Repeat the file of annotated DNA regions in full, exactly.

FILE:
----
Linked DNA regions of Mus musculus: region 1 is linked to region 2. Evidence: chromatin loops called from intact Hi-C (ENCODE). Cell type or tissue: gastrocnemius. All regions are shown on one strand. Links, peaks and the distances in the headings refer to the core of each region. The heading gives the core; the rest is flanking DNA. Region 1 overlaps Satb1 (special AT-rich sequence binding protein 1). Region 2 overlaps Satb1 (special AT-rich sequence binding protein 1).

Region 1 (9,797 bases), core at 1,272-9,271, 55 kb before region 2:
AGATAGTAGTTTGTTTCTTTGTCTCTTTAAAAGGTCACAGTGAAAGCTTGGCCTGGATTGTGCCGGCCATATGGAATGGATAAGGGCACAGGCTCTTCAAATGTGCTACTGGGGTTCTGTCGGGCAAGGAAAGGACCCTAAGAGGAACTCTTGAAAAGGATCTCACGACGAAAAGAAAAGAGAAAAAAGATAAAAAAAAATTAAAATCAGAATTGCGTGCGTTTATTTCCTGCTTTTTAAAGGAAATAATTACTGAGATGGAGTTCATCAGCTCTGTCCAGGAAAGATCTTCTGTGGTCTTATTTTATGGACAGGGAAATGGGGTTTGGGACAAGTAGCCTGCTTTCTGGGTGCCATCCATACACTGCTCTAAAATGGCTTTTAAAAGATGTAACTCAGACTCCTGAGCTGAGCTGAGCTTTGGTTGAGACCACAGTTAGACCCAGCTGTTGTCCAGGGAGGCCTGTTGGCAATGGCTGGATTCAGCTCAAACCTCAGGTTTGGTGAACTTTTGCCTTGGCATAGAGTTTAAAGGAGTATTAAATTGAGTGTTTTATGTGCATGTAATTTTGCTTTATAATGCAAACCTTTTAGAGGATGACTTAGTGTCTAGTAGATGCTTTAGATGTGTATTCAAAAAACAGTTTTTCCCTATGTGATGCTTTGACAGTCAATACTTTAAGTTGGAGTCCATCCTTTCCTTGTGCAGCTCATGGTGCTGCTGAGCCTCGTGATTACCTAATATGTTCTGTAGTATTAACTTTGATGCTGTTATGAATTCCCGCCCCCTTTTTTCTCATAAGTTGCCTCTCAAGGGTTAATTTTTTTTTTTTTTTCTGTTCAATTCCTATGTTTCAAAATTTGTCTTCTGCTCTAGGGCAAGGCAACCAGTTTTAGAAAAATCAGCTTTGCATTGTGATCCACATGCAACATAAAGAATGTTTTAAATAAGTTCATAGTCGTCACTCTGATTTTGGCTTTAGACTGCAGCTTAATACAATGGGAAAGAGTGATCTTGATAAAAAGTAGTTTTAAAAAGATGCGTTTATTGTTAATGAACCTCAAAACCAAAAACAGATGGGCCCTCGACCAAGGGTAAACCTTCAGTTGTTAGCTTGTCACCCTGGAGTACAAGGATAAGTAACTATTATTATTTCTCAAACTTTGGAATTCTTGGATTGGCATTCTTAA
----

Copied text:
Linked DNA regions of Mus musculus: region 1 is linked to region 2. Evidence: chromatin loops called from intact Hi-C (ENCODE). Cell type or tissue: gastrocnemius. All regions are shown on one strand. Links, peaks and the distances in the headings refer to the core of each region. The heading gives the core; the rest is flanking DNA. Region 1 overlaps Satb1 (special AT-rich sequence binding protein 1). Region 2 overlaps Satb1 (special AT-rich sequence binding protein 1).

Region 1 (9,797 bases), core at 1,272-9,271, 55 kb before region 2:
AGATAGTAGTTTGTTTCTTTGTCTCTTTAAAAGGTCACAGTGAAAGCTTGGCCTGGATTGTGCCGGCCATATGGAATGGATAAGGGCACAGGCTCTTCAAATGTGCTACTGGGGTTCTGTCGGGCAAGGAAAGGACCCTAAGAGGAACTCTTGAAAAGGATCTCACGACGAAAAGAAAAGAGAAAAAAGATAAAAAAAAATTAAAATCAGAATTGCGTGCGTTTATTTCCTGCTTTTTAAAGGAAATAATTACTGAGATGGAGTTCATCAGCTCTGTCCAGGAAAGATCTTCTGTGGTCTTATTTTATGGACAGGGAAATGGGGTTTGGGACAAGTAGCCTGCTTTCTGGGTGCCATCCATACACTGCTCTAAAATGGCTTTTAAAAGATGTAACTCAGACTCCTGAGCTGAGCTGAGCTTTGGTTGAGACCACAGTTAGACCCAGCTGTTGTCCAGGGAGGCCTGTTGGCAATGGCTGGATTCAGCTCAAACCTCAGGTTTGGTGAACTTTTGCCTTGGCATAGAGTTTAAAGGAGTATTAAATTGAGTGTTTTATGTGCATGTAATTTTGCTTTATAATGCAAACCTTTTAGAGGATGACTTAGTGTCTAGTAGATGCTTTAGATGTGTATTCAAAAAACAGTTTTTCCCTATGTGATGCTTTGACAGTCAATACTTTAAGTTGGAGTCCATCCTTTCCTTGTGCAGCTCATGGTGCTGCTGAGCCTCGTGATTACCTAATATGTTCTGTAGTATTAACTTTGATGCTGTTATGAATTCCCGCCCCCTTTTTTCTCATAAGTTGCCTCTCAAGGGTTAATTTTTTTTTTTTTTTCTGTTCAATTCCTATGTTTCAAAATTTGTCTTCTGCTCTAGGGCAAGGCAACCAGTTTTAGAAAAATCAGCTTTGCATTGTGATCCACATGCAACATAAAGAATGTTTTAAATAAGTTCATAGTCGTCACTCTGATTTTGGCTTTAGACTGCAGCTTAATACAATGGGAAAGAGTGATCTTGATAAAAAGTAGTTTTAAAAAGATGCGTTTATTGTTAATGAACCTCAAAACCAAAAACAGATGGGCCCTCGACCAAGGGTAAACCTTCAGTTGTTAGCTTGTCACCCTGGAGTACAAGGATAAGTAACTATTATTATTTCTCAAACTTTGGAATTCTTGGATTGGCATTCTTAA